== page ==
Description: This photo was taken fro the intersection of E. Kolstad and Fowler streets in the northern section of Palestine. The camera is looking north up Fowler street. The address of the houses shown are (from left to right) 115 E. Kolstad, 805 N. Fowler and 807 N. Fowler.
Date: February 1989
Creator: Goebel, Matt

[805 S. Sycamore - George Edward Dilley House]

Description: Photograph of the front (east side) of the "George Edward Dilley House" located at 805 S. Sycamore, in Palesine, Texas. The house is two stories and has a wrap-around porch with decorative woodwork, as well as a mansard roof and a widow's walk with cast iron handrails. The yard is enclosed by a decorative metal fence.
Date: February 1993
Creator: Goebel, Matt
Location Info:

[814 S. Sycamore - Pennybacker Campbell House]

Description: Photograph of the front of the "Pennybacker Campbell House," a 2 ½-story, white, frame, Queen Anne-style house located at 814 S. Sycamore in Palestine, Texas.
Date: February 1993
Creator: Goebel, Matt
Location Info:

[900 Block N. Sycamore]

Description: Photograph of the 900 block of North Sycamore street in Palestine, Texas, taken from the intersection of Kolstad and N. Sycamore streets, facing north. The address for the large white house (on the left side of the picture) is 901 N. Sycamore and the one next to it is 911 S. Sycamore.
Date: February 1993
Creator: Goebel, Matt
Location Info:

[913 E. Calhoun - Mt. Vernon African American Methodist Episcopal (A.M.E.) Church]

Description: Photograph of the front and west side of Mount Vernon African Methodist Episcopal (A.M.E.) Church, located at 913 E. Calhoun Street, in Palestine, Texas. The brick building is a Gothic Revival-style building that has large towers on two of the corners with steep pyramidal roofs.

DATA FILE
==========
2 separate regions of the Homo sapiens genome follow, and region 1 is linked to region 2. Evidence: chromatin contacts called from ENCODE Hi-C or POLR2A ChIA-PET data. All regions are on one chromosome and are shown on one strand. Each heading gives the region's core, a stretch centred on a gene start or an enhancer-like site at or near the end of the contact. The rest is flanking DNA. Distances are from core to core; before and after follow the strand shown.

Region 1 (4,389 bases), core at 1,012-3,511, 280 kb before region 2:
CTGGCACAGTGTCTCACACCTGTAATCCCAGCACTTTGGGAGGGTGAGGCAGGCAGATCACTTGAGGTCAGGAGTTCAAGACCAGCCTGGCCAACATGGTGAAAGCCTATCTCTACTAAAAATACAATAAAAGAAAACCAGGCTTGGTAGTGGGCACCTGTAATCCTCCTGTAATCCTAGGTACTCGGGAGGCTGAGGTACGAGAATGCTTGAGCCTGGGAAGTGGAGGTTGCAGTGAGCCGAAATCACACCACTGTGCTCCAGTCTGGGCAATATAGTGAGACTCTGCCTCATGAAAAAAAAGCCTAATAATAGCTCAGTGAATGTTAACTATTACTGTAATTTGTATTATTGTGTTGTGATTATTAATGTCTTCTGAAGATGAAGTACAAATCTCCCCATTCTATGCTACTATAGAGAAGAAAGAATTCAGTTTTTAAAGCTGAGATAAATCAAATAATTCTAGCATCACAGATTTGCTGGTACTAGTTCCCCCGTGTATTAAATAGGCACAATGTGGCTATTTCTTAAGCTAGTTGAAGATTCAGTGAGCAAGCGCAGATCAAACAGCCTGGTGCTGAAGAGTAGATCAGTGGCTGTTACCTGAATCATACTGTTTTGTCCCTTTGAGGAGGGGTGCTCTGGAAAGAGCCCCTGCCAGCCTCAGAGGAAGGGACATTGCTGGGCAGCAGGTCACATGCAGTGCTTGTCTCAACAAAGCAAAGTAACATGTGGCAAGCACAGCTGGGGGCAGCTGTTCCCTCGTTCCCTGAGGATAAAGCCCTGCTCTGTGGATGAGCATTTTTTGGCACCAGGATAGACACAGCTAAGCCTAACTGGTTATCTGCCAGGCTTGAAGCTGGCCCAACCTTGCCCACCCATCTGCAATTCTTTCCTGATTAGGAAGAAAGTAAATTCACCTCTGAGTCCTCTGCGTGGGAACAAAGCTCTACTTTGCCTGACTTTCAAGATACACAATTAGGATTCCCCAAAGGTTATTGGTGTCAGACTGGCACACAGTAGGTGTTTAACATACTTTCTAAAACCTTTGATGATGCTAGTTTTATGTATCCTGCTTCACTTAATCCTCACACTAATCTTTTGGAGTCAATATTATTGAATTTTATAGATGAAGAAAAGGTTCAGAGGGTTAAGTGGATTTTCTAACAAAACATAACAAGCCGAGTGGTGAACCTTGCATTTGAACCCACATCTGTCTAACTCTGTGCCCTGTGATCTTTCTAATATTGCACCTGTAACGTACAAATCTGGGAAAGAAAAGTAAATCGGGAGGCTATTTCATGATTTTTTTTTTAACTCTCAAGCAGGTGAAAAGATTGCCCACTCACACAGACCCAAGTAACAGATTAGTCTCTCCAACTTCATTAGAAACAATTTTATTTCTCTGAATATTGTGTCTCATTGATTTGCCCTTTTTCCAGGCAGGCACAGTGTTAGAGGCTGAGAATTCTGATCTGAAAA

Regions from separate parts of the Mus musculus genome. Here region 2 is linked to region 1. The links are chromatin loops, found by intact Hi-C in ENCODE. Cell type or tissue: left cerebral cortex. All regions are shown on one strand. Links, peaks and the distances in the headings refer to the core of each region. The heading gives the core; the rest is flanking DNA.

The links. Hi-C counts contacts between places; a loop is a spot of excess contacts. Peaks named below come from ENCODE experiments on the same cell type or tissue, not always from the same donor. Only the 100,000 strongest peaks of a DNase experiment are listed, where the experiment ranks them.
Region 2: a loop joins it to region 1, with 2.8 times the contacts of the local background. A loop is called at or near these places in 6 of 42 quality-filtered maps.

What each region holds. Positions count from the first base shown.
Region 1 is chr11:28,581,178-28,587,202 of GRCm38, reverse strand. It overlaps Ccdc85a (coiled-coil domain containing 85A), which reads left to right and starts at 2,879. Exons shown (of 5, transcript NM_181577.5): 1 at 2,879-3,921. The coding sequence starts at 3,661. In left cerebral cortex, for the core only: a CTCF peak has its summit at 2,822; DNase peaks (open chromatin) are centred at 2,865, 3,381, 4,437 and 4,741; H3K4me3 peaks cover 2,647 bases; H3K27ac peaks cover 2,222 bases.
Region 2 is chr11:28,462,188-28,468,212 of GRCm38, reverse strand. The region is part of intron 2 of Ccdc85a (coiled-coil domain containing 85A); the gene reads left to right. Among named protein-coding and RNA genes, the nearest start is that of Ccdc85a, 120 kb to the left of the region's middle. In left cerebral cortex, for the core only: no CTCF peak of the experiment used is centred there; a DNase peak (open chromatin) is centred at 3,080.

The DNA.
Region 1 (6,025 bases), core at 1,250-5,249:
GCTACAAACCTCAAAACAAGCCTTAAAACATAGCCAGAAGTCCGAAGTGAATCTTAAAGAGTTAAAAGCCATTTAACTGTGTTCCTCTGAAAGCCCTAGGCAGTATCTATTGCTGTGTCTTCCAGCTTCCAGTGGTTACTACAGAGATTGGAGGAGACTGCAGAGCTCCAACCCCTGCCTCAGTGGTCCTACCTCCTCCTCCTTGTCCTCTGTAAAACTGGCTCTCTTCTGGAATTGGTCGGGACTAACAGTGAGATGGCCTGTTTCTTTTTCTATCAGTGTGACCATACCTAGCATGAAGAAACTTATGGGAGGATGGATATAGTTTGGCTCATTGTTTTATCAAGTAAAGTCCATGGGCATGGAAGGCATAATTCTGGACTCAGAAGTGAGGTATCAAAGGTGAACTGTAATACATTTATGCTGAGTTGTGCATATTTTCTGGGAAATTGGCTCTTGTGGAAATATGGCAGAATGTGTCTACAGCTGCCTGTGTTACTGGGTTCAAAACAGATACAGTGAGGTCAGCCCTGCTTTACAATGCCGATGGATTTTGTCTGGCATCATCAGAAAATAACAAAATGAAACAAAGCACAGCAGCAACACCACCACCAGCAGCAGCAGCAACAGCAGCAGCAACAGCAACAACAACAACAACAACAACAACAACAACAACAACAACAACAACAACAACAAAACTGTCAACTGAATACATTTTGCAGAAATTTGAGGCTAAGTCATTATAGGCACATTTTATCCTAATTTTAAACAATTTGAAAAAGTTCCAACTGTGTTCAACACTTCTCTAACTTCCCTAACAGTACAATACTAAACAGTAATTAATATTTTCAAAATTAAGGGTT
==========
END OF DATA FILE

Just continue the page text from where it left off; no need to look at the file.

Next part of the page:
Date: February 1993
Creator: Goebel, Matt
Location Info:

[922 N. Link - Joost Ozment House]

Description: Photograph of the front and north side of the "Joose-Ozment House," a white, two-story frame house located at 922 N. Link in Palestine, Texas, taken from the corner of Pine and Link streeets. It has a balanced, orderly exterior with a classical façade, including round columns along the front porch and larger two-story columns on either side of the front door.
Date: February 1993
Creator: Goebel, Matt
Location Info:

[925 N. Sycamore - McKenna House]

Description: Photograph of the front and south side of a one-story, L-plan house located at 925 N. Sycamore in Palestine, Texas. It has Queen Anne-style details including a tower at the southeast corner of the front porch.
Date: February 1993
Creator: Goebel, Matt
Location Info:

[1003 N. Link - H.H. Link House]

Description: Photograph of the front and south side of the "H.H. Link House" located at 1003 N. Link in Palestine, Texas. It is a two-story, white house with both Queen Anne and Classical Revival-style architectures, including two-story Ionic columns across the front. Scaffolding is visible around the front and side as part of renovations.
Date: February 1993
Creator: Goebel, Matt
Location Info:

[1005 N. Queen - P.A. Kolstad House]

Description: This 2-story frame dwelling is indicative of the kind of house many of Palestine’s more affluent families built during the late 19th century. Stylistically, the house is a hybrid of Italianate and Queen Anne styles, both of which were popular in Palestine during the Victorian area. The pedimented architraves above the windows and the bracketed eaves reflect an influence of the Italianate style, while the turned woodwork of the porch is usually associated with Queen Anne architecture. The original owners of this house were Peter Andrew Kolstad (1856-1922) and his wife Mollie Groth Kolstad (1860-1945), member of one of Palestine’s most prominent early families. Mr. Kolstad was the son of Soren and Ingeborg Kolstad, Norwegian immigrants who settled in Texas around 1853. This house was probably built in the early 1880’s. P.A. Kolstad and his wife lived here together until his death in 1922. Mollie Kolstad continued to live in the house until her own death in the mid-1940’s.
Date: February 1993
Creator: Goebel, Matt